There's no use pretending you're an acid wash denim wearing, Grime loving, Rave aficionado when you know perfectly well you prefer staying in to watch Bake Off and break into a sweat when your flatmate asks if you rate any of Stormzy’s early stuff.
You're far likely to make friends by being honest about who you are and what you enjoy. Even if your flatmates don't share your passion for baking or interpretive dance, you'll more than likely
find a society for it!
Be Open Minded
Picture the scene: Your flatmate asks if you'd like to come watch them play rugby at the weekend for their first match. You might think watching rugby is like watching paint dry, what should you do?
Well, you should go anyway. If nothing else you'll spend an afternoon bonding with people who you're living with for the next year. You never know, you could even enjoy it!
Try and put yourself out there, keep your door wedged open and make an effort to show interest in your flatmates and their hobbies, even if you don't hit it off immediately, it’s a conversation starter while waiting for the kettle to boil.
After a grand total of four days living in halls you've discovered your flatmate Charlie is messy in mind, body and soul. He has noisily come home every night after staying out later than everyone else, but this time he's passed out in the kitchen with two strangers and there's mess everywhere. What should you do?
Freshers Week, you have to understand that a vibrant social life is often a part of the uni package. So even if you're not keen on going out till dawn, you can't expect your flatmates to be tucked up in bed, making no noise at 10pm. Soz.
But equally, know that it's your home too and if someone has been leaving the communal areas in a state and waking everyone up relentlessly, you can have a quiet word about it. Asking Charlie to keep himself and the contents of his and his mates’ late-night trip to the chip shop to his room isn't a massive ask!
You'll most likely arrive with a couple of sponges and a bottle of Fairy Liquid your aunt semi-jokingly presented you with when she congratulated you on getting into uni.
If more or less everyone has done the same, you can take turns using one person’s washing up stuff and when it needs replacing, moving onto the next person. Or you might do the same with pints of milk or packs of butter, the possibilities are endless.
If you're doing this system, be fair and remember to take your turn, no one likes feeling like they're supplying everything while one person is free loading. Equally, know what your cleaner does (if you are lucky enough to have one) and what you're expected to do so no rows can be started over who has taken the bins out for the 5
th time that week.
Reach Out to Your Neighbours
It's worth knowing your neighbours, sometimes seeing a familiar face when you've become separated from the group on a night out and need someone to split a taxi with is a godsend.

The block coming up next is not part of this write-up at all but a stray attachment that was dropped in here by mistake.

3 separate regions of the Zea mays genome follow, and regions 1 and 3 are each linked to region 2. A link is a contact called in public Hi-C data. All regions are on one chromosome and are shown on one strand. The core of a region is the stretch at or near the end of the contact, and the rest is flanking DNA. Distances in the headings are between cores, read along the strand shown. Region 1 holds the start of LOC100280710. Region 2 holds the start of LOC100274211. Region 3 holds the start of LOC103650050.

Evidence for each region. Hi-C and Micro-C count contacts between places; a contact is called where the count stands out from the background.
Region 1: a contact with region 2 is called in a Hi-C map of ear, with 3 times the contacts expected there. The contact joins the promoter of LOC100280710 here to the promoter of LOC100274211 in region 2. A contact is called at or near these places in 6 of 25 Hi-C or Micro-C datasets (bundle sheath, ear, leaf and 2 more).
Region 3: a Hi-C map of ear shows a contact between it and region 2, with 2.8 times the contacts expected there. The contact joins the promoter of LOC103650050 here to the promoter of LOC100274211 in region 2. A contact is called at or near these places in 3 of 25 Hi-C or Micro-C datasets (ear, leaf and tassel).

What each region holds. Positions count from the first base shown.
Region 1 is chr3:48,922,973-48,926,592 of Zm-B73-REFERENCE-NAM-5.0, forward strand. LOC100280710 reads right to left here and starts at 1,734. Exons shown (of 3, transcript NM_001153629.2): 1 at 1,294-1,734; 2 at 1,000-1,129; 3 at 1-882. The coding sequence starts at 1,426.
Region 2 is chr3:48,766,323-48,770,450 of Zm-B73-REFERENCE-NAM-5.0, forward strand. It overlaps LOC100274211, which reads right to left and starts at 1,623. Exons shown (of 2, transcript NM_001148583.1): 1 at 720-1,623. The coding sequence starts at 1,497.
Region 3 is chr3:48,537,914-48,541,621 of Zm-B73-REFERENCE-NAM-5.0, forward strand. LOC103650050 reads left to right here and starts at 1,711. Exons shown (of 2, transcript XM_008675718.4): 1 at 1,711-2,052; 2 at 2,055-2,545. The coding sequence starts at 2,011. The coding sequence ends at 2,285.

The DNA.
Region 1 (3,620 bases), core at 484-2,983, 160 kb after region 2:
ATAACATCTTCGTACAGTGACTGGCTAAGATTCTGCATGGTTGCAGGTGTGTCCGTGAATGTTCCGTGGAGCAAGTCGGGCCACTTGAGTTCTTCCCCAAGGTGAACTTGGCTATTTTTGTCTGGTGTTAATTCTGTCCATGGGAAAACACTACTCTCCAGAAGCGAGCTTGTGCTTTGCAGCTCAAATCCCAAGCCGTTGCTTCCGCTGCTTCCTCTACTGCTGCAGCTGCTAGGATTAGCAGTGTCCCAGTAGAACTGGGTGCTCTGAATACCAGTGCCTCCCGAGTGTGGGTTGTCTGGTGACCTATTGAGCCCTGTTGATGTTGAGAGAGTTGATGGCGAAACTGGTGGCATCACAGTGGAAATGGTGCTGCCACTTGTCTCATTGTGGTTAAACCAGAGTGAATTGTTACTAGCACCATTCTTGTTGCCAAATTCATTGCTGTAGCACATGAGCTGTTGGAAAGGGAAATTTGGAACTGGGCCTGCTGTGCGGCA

Plus, if you're
friendly with your neighbours you can always go across to vent to someone about the washing up situation in your kitchen or have an extremely convenient pre-drinks to go to across the hall. You never know your new best friend might be living in the flat downstairs!
Don't Arrive With Just Packs of Pot Noodles
During the first term a Pot Noodle might seem a quick novelty with a hectic new schedule to keep up with, but when you've walked in the door from a bitter November wind and a hard day of lectures, the last thing you're going to want is another Pot Noodle.
So, perfect at least five different,
easy and cheap recipes to take away with you so you're not constantly relying on pasta, rice and noodles to see you through. Take advantage of your flatmates knowledge too, and ask them what they're making or even to teach you how to make one of their favourite dishes.
Despite being on mostly different schedules, living in halls can be a challenge when everyone wants to use communal things like the shower or the oven at the same time.
So be considerate. If you know four of you have a 9am lecture, don't take half an hour in the shower. Instead, get up with enough time to wait in the shower queue and don’t spend two hours washing your hair.
Equally, if you know everyone's going to be cooking at around 6pm, try not to hog the entire oven, and if you know you're going to be coming in at 3am try not to shout and slam doors and cupboards.
And as obvious as it sounds, remember to ask before using someone else’s stuff. If you have used someone's oven trays for instance, wash them up and put them back, it saves a lot of arguments!
Your Flatmates Aren't The Be All And End All
If you're panicking a month into uni that you haven't been able to find the new group of best friends you'd hoped for in your flatmates, don't worry.
Not everyone gets on with their flatmates, and the law of averages determines you can't want to be friends with everyone you meet, your flatmates included. Sometimes people don't gel instantly with their flatmates and that's perfectly OK, there are thousands of opportunities to make friends outside your flat or even halls at uni.
Just be civil, don't turn your indifference or dislike of your flatmate into drama, no one wants to live with that. But if you feel you are being bullied or targeted, tell your Residences Team, if they can't mediate sometimes it's possible to move you elsewhere.
Get Insider Knowledge of Your Halls
Know the peak hours for using the Laundry Room, know the quickest routes from the uni to your flat, know the best sunbathing spots or hangouts, know the nearest place a Domino’s driver can meet you, it's your new home after all!
For more help on university halls, head this way...